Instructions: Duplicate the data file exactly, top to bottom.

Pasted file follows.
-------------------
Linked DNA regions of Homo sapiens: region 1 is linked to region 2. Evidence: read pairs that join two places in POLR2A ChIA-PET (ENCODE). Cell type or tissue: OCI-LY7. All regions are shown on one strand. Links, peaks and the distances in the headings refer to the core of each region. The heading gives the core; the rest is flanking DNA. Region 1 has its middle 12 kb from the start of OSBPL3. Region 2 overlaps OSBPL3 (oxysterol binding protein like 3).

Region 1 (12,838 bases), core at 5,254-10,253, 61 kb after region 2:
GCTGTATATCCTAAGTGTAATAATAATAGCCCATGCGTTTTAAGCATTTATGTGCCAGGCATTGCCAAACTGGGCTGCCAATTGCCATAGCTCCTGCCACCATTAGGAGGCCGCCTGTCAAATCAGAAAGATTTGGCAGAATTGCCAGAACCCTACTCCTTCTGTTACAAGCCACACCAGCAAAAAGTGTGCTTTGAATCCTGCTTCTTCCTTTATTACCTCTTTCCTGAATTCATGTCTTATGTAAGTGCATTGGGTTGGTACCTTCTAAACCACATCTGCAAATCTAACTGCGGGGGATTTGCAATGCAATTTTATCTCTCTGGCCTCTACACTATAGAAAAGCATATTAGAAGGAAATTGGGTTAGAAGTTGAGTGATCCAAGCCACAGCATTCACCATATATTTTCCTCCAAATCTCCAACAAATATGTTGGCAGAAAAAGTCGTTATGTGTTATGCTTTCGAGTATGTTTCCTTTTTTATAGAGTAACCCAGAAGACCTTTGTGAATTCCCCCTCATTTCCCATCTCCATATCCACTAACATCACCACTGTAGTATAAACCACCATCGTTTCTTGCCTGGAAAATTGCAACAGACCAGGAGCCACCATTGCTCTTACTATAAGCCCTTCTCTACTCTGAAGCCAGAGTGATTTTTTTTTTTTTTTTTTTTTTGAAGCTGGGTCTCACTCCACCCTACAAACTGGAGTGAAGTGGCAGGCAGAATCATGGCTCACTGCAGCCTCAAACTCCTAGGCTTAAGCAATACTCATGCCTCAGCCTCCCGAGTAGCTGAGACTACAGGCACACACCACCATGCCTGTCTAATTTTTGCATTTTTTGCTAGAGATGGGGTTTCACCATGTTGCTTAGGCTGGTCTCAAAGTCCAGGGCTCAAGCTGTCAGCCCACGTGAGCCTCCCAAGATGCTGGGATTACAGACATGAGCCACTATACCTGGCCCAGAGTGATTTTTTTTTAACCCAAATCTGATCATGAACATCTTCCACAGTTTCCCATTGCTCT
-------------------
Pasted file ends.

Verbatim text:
Linked DNA regions of Homo sapiens: region 1 is linked to region 2. Evidence: read pairs that join two places in POLR2A ChIA-PET (ENCODE). Cell type or tissue: OCI-LY7. All regions are shown on one strand. Links, peaks and the distances in the headings refer to the core of each region. The heading gives the core; the rest is flanking DNA. Region 1 has its middle 12 kb from the start of OSBPL3. Region 2 overlaps OSBPL3 (oxysterol binding protein like 3).

Region 1 (12,838 bases), core at 5,254-10,253, 61 kb after region 2:
GCTGTATATCCTAAGTGTAATAATAATAGCCCATGCGTTTTAAGCATTTATGTGCCAGGCATTGCCAAACTGGGCTGCCAATTGCCATAGCTCCTGCCACCATTAGGAGGCCGCCTGTCAAATCAGAAAGATTTGGCAGAATTGCCAGAACCCTACTCCTTCTGTTACAAGCCACACCAGCAAAAAGTGTGCTTTGAATCCTGCTTCTTCCTTTATTACCTCTTTCCTGAATTCATGTCTTATGTAAGTGCATTGGGTTGGTACCTTCTAAACCACATCTGCAAATCTAACTGCGGGGGATTTGCAATGCAATTTTATCTCTCTGGCCTCTACACTATAGAAAAGCATATTAGAAGGAAATTGGGTTAGAAGTTGAGTGATCCAAGCCACAGCATTCACCATATATTTTCCTCCAAATCTCCAACAAATATGTTGGCAGAAAAAGTCGTTATGTGTTATGCTTTCGAGTATGTTTCCTTTTTTATAGAGTAACCCAGAAGACCTTTGTGAATTCCCCCTCATTTCCCATCTCCATATCCACTAACATCACCACTGTAGTATAAACCACCATCGTTTCTTGCCTGGAAAATTGCAACAGACCAGGAGCCACCATTGCTCTTACTATAAGCCCTTCTCTACTCTGAAGCCAGAGTGATTTTTTTTTTTTTTTTTTTTTTGAAGCTGGGTCTCACTCCACCCTACAAACTGGAGTGAAGTGGCAGGCAGAATCATGGCTCACTGCAGCCTCAAACTCCTAGGCTTAAGCAATACTCATGCCTCAGCCTCCCGAGTAGCTGAGACTACAGGCACACACCACCATGCCTGTCTAATTTTTGCATTTTTTGCTAGAGATGGGGTTTCACCATGTTGCTTAGGCTGGTCTCAAAGTCCAGGGCTCAAGCTGTCAGCCCACGTGAGCCTCCCAAGATGCTGGGATTACAGACATGAGCCACTATACCTGGCCCAGAGTGATTTTTTTTTAACCCAAATCTGATCATGAACATCTTCCACAGTTTCCCATTGCTCT